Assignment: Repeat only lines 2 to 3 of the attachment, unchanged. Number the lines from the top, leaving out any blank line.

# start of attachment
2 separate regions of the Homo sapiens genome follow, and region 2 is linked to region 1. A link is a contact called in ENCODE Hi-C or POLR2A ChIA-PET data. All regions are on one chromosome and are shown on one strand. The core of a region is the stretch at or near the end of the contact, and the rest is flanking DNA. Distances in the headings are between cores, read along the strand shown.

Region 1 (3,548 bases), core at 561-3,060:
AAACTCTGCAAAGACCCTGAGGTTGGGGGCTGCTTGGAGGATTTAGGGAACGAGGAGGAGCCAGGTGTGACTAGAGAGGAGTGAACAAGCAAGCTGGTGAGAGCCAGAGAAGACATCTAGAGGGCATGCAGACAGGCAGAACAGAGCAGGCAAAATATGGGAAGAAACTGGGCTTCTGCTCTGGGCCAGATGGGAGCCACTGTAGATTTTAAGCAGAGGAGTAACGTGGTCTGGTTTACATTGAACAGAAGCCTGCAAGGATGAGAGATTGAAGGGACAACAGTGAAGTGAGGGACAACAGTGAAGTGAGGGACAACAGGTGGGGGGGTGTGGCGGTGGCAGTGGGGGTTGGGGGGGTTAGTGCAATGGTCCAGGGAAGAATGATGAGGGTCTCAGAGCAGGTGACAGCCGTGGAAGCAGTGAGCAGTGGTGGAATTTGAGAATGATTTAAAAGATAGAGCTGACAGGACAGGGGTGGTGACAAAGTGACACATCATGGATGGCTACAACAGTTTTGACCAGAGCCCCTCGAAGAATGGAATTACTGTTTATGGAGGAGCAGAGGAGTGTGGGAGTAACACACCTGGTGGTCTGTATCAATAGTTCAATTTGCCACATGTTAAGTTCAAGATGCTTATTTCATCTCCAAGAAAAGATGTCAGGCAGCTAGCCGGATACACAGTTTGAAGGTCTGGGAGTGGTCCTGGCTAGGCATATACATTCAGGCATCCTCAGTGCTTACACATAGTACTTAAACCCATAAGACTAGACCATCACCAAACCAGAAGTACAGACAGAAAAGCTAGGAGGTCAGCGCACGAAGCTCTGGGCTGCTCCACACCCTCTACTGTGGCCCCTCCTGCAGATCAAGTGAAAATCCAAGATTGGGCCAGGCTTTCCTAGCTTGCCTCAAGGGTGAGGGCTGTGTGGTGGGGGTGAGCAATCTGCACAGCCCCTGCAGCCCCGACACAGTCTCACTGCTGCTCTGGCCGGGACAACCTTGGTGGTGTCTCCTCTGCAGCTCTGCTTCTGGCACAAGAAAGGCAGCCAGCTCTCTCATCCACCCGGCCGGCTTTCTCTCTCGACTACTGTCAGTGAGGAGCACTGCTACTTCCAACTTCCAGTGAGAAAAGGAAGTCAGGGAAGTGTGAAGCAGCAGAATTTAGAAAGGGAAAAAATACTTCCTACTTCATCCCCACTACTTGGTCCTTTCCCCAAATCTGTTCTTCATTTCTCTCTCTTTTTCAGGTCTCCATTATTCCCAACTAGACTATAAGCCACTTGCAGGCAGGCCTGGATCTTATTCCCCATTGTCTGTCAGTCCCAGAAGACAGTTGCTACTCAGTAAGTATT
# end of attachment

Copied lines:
Region 1 (3,548 bases), core at 561-3,060:
AAACTCTGCAAAGACCCTGAGGTTGGGGGCTGCTTGGAGGATTTAGGGAACGAGGAGGAGCCAGGTGTGACTAGAGAGGAGTGAACAAGCAAGCTGGTGAGAGCCAGAGAAGACATCTAGAGGGCATGCAGACAGGCAGAACAGAGCAGGCAAAATATGGGAAGAAACTGGGCTTCTGCTCTGGGCCAGATGGGAGCCACTGTAGATTTTAAGCAGAGGAGTAACGTGGTCTGGTTTACATTGAACAGAAGCCTGCAAGGATGAGAGATTGAAGGGACAACAGTGAAGTGAGGGACAACAGTGAAGTGAGGGACAACAGGTGGGGGGGTGTGGCGGTGGCAGTGGGGGTTGGGGGGGTTAGTGCAATGGTCCAGGGAAGAATGATGAGGGTCTCAGAGCAGGTGACAGCCGTGGAAGCAGTGAGCAGTGGTGGAATTTGAGAATGATTTAAAAGATAGAGCTGACAGGACAGGGGTGGTGACAAAGTGACACATCATGGATGGCTACAACAGTTTTGACCAGAGCCCCTCGAAGAATGGAATTACTGTTTATGGAGGAGCAGAGGAGTGTGGGAGTAACACACCTGGTGGTCTGTATCAATAGTTCAATTTGCCACATGTTAAGTTCAAGATGCTTATTTCATCTCCAAGAAAAGATGTCAGGCAGCTAGCCGGATACACAGTTTGAAGGTCTGGGAGTGGTCCTGGCTAGGCATATACATTCAGGCATCCTCAGTGCTTACACATAGTACTTAAACCCATAAGACTAGACCATCACCAAACCAGAAGTACAGACAGAAAAGCTAGGAGGTCAGCGCACGAAGCTCTGGGCTGCTCCACACCCTCTACTGTGGCCCCTCCTGCAGATCAAGTGAAAATCCAAGATTGGGCCAGGCTTTCCTAGCTTGCCTCAAGGGTGAGGGCTGTGTGGTGGGGGTGAGCAATCTGCACAGCCCCTGCAGCCCCGACACAGTCTCACTGCTGCTCTGGCCGGGACAACCTTGGTGGTGTCTCCTCTGCAGCTCTGCTTCTGGCACAAGAAAGGCAGCCAGCTCTCTCATCCACCCGGCCGGCTTTCTCTCTCGACTACTGTCAGTGAGGAGCACTGCTACTTCCAACTTCCAGTGAGAAAAGGAAGTCAGGGAAGTGTGAAGCAGCAGAATTTAGAAAGGGAAAAAATACTTCCTACTTCATCCCCACTACTTGGTCCTTTCCCCAAATCTGTTCTTCATTTCTCTCTCTTTTTCAGGTCTCCATTATTCCCAACTAGACTATAAGCCACTTGCAGGCAGGCCTGGATCTTATTCCCCATTGTCTGTCAGTCCCAGAAGACAGTTGCTACTCAGTAAGTATT